Open Access Open Badges Research article

Patterns and determinants of the use of complementary and alternative medicine: a cross-sectional study of hypertensive patients in Ghana

Irene A Kretchy12*, Frances Owusu-Daaku1 and Samuel Danquah3

Author Affiliations

1 Department of Clinical and Social Pharmacy, Faculty of Pharmacy and Pharmaceutical Sciences, Kwame Nkrumah University of Science and Technology, Kumasi, Ghana

2 Department of Pharmacy Practice and Clinical Pharmacy, College of Health Sciences, University of Ghana School of Pharmacy, Legon, Ghana

3 Department of Psychology, University of Ghana, Legon, Ghana

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BMC Complementary and Alternative Medicine 2014, 14:44  doi:10.1186/1472-6882-14-44

Published: 4 February 2014



The use of complementary and alternative medicine (CAM) is widespread and high utilization rates are associated with people who have chronic conditions like hypertension which management requires adherence to conventional treatment. Often however, the use of alternative medicines has been linked to negative health outcomes. The purpose of the study therefore was to evaluate the pattern, determinants and the association between CAM use and the adherence behaviour of hypertensive patients in Ghana.


A cross-sectional study was conducted using 400 hypertensive patients attending Korle-bu and Komfo Anokye Teaching Hospitals in Ghana from May to July, 2012. Information was gathered on the socio-demographic characteristics of patients, CAM use, and adherence using the 8-item Morisky Medication Adherence Scale (MMAS).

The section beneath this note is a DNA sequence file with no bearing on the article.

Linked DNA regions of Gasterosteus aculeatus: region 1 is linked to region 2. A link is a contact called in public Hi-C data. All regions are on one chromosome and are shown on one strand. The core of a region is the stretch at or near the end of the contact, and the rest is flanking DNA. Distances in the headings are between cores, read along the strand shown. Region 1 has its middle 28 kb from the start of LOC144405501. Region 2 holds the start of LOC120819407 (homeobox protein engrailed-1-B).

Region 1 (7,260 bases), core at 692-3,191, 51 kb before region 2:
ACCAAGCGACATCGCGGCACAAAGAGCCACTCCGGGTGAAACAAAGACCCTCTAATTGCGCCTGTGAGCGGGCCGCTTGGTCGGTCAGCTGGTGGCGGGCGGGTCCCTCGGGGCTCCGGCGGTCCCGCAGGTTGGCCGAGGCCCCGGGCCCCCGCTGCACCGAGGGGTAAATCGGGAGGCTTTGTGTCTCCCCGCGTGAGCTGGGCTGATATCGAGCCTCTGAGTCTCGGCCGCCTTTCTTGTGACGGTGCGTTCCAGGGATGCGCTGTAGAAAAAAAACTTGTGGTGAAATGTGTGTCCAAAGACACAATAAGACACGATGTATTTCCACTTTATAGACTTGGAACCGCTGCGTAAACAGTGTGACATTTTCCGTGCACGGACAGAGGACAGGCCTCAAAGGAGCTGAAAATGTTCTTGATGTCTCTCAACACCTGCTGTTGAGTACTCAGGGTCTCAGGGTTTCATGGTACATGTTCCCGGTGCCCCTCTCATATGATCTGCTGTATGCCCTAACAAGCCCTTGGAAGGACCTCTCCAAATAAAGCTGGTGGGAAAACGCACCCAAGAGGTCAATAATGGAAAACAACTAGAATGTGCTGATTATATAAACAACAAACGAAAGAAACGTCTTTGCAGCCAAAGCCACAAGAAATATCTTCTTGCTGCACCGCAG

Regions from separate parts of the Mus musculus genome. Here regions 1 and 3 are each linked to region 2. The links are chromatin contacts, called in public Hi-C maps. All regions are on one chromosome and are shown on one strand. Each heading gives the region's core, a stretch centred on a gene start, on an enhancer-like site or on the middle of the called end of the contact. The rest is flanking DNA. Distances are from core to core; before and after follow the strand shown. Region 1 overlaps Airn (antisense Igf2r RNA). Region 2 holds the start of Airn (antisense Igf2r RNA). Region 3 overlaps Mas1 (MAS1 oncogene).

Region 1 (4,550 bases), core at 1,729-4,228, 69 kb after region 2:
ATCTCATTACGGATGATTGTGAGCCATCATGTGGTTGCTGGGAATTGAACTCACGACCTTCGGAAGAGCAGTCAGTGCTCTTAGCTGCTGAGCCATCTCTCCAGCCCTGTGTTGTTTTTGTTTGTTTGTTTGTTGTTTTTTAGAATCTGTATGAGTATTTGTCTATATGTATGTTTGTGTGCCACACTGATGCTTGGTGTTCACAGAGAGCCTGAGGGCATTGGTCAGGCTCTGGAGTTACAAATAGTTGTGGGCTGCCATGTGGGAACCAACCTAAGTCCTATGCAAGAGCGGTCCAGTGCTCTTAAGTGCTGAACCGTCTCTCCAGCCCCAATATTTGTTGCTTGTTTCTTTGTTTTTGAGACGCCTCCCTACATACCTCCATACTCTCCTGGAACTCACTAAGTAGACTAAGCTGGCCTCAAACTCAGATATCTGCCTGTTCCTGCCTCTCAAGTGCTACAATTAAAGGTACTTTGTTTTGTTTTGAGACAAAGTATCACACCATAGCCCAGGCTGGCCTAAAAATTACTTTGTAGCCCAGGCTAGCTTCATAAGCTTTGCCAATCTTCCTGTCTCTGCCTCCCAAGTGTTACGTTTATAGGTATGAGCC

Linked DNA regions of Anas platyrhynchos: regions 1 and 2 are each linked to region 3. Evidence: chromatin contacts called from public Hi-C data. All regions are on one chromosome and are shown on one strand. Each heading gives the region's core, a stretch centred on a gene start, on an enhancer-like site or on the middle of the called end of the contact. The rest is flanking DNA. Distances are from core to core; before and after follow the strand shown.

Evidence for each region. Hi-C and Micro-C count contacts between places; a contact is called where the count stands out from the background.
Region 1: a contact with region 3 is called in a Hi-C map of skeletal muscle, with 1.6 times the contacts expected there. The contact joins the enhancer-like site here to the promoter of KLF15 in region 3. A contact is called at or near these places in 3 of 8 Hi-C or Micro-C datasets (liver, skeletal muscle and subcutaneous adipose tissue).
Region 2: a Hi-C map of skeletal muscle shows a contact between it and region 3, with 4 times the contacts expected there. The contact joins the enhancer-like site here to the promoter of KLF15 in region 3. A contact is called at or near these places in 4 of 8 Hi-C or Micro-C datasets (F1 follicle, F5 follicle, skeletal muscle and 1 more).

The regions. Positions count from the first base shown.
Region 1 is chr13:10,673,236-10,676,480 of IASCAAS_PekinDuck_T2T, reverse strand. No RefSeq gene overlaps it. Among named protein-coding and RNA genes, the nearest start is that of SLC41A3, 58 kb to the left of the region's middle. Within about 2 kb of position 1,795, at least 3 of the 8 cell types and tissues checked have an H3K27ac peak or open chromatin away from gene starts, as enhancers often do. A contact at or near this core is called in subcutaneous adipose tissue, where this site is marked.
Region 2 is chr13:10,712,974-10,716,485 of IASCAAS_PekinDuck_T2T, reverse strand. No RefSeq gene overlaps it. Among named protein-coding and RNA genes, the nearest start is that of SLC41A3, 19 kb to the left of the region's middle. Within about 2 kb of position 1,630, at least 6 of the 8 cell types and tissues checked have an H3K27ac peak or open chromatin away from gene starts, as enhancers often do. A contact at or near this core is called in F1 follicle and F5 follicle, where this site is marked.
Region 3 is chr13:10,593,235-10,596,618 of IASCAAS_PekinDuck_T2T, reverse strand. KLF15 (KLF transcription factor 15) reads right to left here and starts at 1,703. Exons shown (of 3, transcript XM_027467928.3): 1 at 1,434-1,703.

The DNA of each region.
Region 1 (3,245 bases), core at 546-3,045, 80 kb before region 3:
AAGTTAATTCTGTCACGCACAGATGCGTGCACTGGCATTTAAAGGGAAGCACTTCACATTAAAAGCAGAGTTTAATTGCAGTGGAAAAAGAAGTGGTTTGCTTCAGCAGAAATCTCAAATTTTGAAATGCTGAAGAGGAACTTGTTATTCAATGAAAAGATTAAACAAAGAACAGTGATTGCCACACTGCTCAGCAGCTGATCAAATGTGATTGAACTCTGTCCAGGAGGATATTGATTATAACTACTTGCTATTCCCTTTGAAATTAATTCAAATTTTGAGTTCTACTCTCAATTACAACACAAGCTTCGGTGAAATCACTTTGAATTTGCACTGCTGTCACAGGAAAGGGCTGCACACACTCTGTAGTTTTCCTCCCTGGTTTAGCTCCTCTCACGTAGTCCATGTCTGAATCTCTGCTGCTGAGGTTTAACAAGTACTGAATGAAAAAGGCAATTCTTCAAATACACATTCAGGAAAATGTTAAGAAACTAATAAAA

Out of the 400 study participants, 78 (19.5%) reported using CAM with the majority (65.38%) utilizing biological based therapies. About 70% of CAM users had not disclosed their CAM use to their healthcare professionals citing fear and the lack of inquiry by these health professionals as the main reasons for non-disclosure. Males were 2.86 more likely to use CAM than females [odds ratio (OR) = 2.86 (95% CI 1.48 – 5.52), p = 0.002]. Participants who could not afford their medications had 3.85 times likelihood of CAM use than those who could afford their medicines [OR = 3.85 (1.15 – 12.5), p = 0.029]. In addition, a significant relationship between CAM use and experiences of anti-hypertensive side effects was observed, X2 = 25.378, p < 0.0001. CAM users were 2.22 times more likely to be non-adherent than participants who did not use CAM [OR = 2.22 (0.70 – 7.14), p = 0.176].


Hypertensive patients in Ghana have shown utilization for CAM. It is important that healthcare providers understand the patterns and determinants of CAM use among their patients. Intervention programmes can then be incorporated to enhance the desired health outcomes of patients.

Medication adherence; Traditional medicine; Non-adherence; Side effects; Medication affordability